Steel Bricks named as component for GE Hitachi’s ‘disruptive’ BWRX-300 small modular reactor

22 April 2021

The Steel Bricks™ modular construction system has been identified as a major component of GE Hitachi’s BWRX-300 Small Modular Reactor (SMR). In an online Facebook webinar broadcast, GE Hitachi’s Vice President and BWRX 300 Product Director, Brian Johnson, hailed Steel Bricks™ as a “second generation steel composite structure” with a “design expected to have no rebar in the nuclear island which, compared to existing nuclear plant design, dramatically reduces the amount of construction labour in the field.”  

Johnson was speaking to the Nuclear Alternative Project based in Puerto Rico and was keen to highlight the “disruptive” position of the BWRX-300’s in the SMR marketplace, offering a design strategy “centred on innovation balanced with practicality” offering a “cost-competitive and easily constructable solution”. He later recognised the “very simple fabrication process” provided by the Steel Bricks™ system, adding that the “amount of labour per volume for these Steel Bricks ™ structures is substantially lower than traditional frameworks with rebar tied in place and are a much simpler design from a manufacturability standpoint than traditional steel composite structures.” 

The Steel Bricks™ modular construction system has been developed by Modular Walling Systems (MWS) Ltd, based in Renfrewshire, Scotland and is fabricated in the UK by leading structural steelworks manufacturer Caunton Engineering. MWS is currently in detailed discussions with a number of global customers for a range of applications for the Steel Bricks™ system across the nuclear industry.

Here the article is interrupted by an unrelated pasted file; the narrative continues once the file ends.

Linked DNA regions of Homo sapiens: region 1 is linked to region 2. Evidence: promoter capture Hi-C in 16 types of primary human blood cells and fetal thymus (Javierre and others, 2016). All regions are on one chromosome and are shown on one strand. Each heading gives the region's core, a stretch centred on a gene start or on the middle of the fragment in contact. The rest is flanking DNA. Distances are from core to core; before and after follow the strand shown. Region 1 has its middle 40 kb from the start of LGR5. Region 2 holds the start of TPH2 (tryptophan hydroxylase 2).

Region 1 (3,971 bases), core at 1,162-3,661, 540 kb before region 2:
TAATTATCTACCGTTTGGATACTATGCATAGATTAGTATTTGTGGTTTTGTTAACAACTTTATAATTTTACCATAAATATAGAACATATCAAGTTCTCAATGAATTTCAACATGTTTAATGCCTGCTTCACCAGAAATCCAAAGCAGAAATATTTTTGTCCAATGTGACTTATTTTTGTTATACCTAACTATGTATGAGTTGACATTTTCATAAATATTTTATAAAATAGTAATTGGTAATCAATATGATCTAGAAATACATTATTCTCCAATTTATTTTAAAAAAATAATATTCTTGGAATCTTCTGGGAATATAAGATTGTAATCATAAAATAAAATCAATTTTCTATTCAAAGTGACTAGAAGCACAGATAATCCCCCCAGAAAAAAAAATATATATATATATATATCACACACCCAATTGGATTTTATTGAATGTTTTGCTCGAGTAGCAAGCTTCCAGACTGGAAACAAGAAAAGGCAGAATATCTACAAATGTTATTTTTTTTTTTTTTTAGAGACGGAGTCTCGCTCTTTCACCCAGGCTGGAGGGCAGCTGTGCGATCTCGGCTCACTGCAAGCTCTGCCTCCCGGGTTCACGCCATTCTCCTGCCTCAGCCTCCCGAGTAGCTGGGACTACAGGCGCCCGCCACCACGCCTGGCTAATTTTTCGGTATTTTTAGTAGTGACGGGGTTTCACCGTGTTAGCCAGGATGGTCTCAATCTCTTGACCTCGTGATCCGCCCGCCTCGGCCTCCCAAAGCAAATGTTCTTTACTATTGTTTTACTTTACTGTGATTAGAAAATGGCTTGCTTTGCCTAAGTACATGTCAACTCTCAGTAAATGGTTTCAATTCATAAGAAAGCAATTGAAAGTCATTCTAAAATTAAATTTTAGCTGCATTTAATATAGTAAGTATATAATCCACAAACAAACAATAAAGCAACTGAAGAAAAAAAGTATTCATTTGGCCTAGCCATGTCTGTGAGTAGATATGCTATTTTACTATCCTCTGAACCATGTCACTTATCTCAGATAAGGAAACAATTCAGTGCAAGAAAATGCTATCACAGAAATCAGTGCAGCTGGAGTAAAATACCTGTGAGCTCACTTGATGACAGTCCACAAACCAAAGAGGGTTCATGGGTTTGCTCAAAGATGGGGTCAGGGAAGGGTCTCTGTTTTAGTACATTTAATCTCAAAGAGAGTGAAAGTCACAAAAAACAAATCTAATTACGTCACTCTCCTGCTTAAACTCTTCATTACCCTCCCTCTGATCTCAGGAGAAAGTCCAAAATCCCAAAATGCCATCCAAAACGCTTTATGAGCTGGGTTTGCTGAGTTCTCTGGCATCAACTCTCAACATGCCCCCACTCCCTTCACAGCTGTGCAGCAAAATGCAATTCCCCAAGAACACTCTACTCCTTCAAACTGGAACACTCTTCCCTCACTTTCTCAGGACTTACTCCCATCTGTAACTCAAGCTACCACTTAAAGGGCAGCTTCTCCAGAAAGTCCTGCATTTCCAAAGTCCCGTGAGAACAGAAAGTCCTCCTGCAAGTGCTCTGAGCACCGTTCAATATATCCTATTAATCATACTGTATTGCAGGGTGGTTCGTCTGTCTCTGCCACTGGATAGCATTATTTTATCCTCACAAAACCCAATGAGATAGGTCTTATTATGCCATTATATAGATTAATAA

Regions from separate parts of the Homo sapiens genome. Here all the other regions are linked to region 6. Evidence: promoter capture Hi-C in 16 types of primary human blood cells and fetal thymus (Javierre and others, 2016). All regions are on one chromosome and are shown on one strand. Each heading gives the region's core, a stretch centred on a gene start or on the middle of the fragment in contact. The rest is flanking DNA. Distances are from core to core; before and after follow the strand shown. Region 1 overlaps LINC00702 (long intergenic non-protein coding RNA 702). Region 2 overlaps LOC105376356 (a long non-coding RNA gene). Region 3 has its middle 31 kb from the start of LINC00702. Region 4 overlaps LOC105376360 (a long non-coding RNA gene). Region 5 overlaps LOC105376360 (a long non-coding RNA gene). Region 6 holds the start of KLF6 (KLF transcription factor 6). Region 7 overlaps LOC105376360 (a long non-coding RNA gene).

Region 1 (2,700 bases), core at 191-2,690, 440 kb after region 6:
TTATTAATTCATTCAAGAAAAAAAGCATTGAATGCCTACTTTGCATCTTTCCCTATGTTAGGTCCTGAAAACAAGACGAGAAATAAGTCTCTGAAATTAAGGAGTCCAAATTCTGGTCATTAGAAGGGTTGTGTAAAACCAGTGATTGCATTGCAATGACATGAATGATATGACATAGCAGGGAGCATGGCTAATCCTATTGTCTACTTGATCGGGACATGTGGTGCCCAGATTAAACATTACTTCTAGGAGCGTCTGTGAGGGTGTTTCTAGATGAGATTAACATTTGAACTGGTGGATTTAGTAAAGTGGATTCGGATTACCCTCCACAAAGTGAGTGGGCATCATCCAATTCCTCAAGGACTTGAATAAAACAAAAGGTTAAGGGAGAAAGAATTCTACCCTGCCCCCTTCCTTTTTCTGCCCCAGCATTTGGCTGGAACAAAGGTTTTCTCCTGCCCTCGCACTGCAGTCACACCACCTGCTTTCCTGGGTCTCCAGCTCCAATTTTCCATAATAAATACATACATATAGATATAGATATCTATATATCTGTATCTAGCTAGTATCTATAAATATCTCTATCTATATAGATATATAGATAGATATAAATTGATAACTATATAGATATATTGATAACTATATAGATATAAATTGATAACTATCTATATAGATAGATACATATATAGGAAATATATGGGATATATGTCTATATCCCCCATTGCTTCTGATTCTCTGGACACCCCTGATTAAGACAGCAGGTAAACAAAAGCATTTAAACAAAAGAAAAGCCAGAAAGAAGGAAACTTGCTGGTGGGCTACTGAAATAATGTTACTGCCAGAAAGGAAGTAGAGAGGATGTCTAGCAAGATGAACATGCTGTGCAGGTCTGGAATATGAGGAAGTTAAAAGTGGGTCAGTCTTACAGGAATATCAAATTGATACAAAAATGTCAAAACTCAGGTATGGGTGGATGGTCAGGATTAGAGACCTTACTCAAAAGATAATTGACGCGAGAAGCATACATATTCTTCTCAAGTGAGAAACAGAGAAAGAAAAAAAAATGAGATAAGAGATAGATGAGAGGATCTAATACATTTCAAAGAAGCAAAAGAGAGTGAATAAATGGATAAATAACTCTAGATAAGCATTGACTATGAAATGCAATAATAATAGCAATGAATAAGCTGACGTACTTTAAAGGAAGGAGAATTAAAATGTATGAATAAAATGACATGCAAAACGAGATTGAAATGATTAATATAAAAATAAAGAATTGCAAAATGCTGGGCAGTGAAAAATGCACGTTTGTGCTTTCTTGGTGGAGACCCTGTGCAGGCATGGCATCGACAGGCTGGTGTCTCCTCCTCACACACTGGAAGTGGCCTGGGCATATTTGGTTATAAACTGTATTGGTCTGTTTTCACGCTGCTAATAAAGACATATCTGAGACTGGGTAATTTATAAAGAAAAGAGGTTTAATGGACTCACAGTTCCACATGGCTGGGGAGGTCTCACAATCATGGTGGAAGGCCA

Dr. Stewart Gallocher, founding director of Modular Walling Systems, believes the system’s unique design makes it ideal for SMR construction, a market estimated to be worth US $1.2 trillion globally. He says: “The Steel Bricks™ system is a ‘first of a kind’ concept in the fast-emerging world of steel composite construction. It provides not just the walls and suspended floors or roofs in steel composite but most importantly a basemat. This takes away the need for conventional foundations, eliminating the traditional Achilles Heel of this form of construction which are the weak points of the base mat to wall connection. 

“Many attempts have been made during the past 25 years to devise simple, safe and rapid fabrication methods to internally connect steel faceplates. But most have lacked commercial application due to being too expensive and labour intensive. We can now successfully deliver a solution which is technologically proficient whilst providing significant cost and time saving benefits. We believe that this technology, combined with the significant cost and time reductions of off-site manufacture, will now provide a major stimulus for the global roll out of Small Modular Reactors.”  

For more information and to view the GE Hitachi webinar, visit 

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